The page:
The rise of remote or hybrid working means employers are more reliant on employees working independently and often at times, without any supervision. Confidently working autonomously not only increases productivity, but builds your own knowledge and skill set. Demonstrating this to your colleges builds trust and proves that you’re a valuable team player. You can evidence this on your CV or during interviews with examples of tasks or projects that you have delivered as part of your apprenticeship.
How we communicate impacts every part of our lives and lays the foundation for many other skills. Developing a self-awareness of your communication style and approach with others is key to improving your overall communication. A strong communicator can work efficiently independently and with others, it is important to recognise that not all communication is verbal. You can take a communication and interpersonal skills e-learning module on AoA Learn to develop your communication skills further.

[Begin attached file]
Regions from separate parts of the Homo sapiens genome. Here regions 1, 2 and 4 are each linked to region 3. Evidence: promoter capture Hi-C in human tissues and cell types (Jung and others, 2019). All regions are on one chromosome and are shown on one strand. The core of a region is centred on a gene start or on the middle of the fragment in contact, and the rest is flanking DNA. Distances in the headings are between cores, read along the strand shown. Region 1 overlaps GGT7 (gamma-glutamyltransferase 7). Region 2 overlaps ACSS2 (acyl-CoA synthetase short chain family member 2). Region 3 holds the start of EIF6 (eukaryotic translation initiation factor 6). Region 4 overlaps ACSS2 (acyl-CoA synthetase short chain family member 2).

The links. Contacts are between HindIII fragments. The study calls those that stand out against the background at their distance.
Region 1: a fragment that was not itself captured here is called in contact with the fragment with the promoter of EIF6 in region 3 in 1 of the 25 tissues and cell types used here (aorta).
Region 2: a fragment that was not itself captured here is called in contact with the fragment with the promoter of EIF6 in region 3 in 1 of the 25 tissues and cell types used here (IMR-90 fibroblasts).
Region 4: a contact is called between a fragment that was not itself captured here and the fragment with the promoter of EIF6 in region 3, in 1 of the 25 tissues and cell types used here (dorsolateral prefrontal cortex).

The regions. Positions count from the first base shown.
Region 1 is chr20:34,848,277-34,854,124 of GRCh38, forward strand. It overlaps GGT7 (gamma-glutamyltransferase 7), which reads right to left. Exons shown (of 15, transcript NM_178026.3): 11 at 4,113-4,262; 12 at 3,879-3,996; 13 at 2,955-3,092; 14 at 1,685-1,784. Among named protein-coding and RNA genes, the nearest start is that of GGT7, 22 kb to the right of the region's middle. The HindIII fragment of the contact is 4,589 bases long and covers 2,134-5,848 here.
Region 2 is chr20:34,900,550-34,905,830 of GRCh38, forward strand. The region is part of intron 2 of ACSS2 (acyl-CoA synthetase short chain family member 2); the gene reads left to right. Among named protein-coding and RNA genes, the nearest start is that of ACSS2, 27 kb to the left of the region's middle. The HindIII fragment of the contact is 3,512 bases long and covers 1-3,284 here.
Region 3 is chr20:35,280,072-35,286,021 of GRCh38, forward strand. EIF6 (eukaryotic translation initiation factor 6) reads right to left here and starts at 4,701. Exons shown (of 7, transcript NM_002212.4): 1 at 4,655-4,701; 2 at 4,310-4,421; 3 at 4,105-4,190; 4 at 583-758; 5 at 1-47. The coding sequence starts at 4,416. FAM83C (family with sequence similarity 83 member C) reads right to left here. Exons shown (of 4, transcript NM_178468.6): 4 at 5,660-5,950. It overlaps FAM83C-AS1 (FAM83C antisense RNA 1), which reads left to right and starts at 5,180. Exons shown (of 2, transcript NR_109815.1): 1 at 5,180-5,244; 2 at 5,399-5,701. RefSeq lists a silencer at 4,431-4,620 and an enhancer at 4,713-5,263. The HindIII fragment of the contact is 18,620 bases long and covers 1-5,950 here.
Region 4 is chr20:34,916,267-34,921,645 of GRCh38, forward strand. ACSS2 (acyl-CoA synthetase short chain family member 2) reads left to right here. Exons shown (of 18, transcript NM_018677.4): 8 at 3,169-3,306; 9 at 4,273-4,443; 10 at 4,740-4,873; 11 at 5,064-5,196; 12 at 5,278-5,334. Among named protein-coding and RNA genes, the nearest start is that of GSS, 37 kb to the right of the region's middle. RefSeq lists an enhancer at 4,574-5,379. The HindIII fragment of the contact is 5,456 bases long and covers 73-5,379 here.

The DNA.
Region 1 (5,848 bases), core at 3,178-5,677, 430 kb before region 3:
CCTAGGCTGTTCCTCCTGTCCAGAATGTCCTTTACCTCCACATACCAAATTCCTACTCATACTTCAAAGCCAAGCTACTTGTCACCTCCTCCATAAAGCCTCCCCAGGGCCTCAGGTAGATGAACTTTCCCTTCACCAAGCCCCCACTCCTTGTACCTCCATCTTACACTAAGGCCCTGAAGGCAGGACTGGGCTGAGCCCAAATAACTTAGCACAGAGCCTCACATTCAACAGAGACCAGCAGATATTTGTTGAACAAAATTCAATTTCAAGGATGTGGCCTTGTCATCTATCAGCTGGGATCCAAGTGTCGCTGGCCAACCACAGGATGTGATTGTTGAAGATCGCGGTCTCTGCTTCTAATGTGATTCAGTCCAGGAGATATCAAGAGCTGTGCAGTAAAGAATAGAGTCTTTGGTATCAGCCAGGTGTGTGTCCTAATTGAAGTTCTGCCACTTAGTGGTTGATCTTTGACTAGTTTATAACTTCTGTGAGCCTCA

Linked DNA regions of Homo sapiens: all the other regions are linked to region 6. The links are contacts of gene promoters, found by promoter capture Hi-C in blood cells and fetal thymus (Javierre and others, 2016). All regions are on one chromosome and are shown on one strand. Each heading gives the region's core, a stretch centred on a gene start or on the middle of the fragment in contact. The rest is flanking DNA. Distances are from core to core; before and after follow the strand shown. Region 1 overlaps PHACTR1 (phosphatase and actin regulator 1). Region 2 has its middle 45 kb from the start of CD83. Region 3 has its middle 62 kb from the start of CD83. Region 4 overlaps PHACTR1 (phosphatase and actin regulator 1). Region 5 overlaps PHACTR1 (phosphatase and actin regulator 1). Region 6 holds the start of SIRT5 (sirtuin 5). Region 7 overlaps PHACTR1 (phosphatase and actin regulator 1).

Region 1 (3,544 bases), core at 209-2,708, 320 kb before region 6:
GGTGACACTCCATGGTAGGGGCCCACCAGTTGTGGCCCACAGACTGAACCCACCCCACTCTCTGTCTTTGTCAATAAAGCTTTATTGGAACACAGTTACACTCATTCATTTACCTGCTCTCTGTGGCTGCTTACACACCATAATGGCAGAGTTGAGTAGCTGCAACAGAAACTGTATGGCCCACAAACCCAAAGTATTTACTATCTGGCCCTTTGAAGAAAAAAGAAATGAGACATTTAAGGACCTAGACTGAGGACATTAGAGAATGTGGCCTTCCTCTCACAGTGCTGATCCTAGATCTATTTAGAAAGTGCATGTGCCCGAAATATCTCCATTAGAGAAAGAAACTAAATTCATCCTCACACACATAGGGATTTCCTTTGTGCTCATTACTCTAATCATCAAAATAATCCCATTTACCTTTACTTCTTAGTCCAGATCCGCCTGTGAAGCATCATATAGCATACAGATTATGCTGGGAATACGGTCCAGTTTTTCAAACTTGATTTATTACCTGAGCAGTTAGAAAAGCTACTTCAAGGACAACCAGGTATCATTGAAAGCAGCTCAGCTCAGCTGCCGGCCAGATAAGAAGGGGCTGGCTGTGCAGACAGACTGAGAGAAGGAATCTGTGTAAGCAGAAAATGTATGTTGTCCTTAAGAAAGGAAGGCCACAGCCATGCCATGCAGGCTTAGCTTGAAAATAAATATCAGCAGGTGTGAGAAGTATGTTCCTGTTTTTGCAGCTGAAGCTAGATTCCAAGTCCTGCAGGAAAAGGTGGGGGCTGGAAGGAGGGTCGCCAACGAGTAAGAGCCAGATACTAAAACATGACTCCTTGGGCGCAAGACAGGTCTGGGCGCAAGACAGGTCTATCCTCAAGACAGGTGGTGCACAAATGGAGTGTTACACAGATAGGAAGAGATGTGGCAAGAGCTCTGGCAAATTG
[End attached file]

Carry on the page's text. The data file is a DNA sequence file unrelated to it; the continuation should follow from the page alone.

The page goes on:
Udemy’s Workplace Learning Trends report revealed that growth mindset was the fastest growing soft skill of 2020. Growth mindset is an approach focusing on the ongoing development of your skills and knowledge. People with a growth mindset increase their commitment and productivity at work as they are continually seeking opportunities to learn, gain new skills, and enhance their existing skills. A growth mindset also helps us handle setbacks, as a growth mindset approach means mistakes are not perceived as failures, but an opportunity to learn and improve. A growth mindset allows us to build on our other soft skills like resilience and adaptability.
Proactively managing your workload is fundamental in fulfilling your responsibilities at work regardless of your technical skills or ability. Responding to a heavy workload is difficult, however, effective time management can ease the burden. Working closely with your colleagues to prioritise your workload and focusing on outputs will allow you to build a sustainable approach to effectively managing your time. There are a number of time management resources including our bespoke e-learning module that you can access here on AoA Learn.